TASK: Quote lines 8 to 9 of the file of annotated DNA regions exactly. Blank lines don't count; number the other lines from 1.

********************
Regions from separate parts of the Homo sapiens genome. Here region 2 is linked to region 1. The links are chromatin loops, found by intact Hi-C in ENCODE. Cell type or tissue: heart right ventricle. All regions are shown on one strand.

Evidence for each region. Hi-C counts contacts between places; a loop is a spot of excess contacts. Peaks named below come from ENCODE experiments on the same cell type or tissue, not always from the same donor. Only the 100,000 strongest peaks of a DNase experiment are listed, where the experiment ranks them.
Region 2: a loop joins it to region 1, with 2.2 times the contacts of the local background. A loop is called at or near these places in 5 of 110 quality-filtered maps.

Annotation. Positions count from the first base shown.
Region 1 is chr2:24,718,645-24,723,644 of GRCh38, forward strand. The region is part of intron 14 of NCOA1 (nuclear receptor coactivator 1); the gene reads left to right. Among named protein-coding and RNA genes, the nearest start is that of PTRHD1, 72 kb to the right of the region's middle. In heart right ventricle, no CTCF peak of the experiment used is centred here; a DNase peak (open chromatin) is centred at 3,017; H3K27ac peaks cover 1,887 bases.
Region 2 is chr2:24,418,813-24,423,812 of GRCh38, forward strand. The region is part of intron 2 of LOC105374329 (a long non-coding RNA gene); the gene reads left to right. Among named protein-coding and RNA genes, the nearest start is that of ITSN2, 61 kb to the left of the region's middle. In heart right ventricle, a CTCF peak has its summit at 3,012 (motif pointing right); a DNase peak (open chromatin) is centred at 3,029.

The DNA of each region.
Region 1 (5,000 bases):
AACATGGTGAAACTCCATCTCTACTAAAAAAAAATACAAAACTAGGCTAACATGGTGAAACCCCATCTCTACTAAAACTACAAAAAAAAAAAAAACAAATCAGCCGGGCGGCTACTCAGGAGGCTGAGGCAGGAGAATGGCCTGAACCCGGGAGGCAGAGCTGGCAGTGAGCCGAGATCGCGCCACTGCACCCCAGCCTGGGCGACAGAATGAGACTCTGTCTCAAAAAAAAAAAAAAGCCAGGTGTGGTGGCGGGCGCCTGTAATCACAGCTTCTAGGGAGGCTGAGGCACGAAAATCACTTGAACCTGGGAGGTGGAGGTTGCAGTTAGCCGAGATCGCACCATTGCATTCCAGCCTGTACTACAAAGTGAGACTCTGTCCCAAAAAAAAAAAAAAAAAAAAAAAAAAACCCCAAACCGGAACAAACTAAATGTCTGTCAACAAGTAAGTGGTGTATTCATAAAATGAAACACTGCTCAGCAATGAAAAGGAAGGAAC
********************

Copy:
Region 1 (5,000 bases):
AACATGGTGAAACTCCATCTCTACTAAAAAAAAATACAAAACTAGGCTAACATGGTGAAACCCCATCTCTACTAAAACTACAAAAAAAAAAAAAACAAATCAGCCGGGCGGCTACTCAGGAGGCTGAGGCAGGAGAATGGCCTGAACCCGGGAGGCAGAGCTGGCAGTGAGCCGAGATCGCGCCACTGCACCCCAGCCTGGGCGACAGAATGAGACTCTGTCTCAAAAAAAAAAAAAAGCCAGGTGTGGTGGCGGGCGCCTGTAATCACAGCTTCTAGGGAGGCTGAGGCACGAAAATCACTTGAACCTGGGAGGTGGAGGTTGCAGTTAGCCGAGATCGCACCATTGCATTCCAGCCTGTACTACAAAGTGAGACTCTGTCCCAAAAAAAAAAAAAAAAAAAAAAAAAAACCCCAAACCGGAACAAACTAAATGTCTGTCAACAAGTAAGTGGTGTATTCATAAAATGAAACACTGCTCAGCAATGAAAAGGAAGGAAC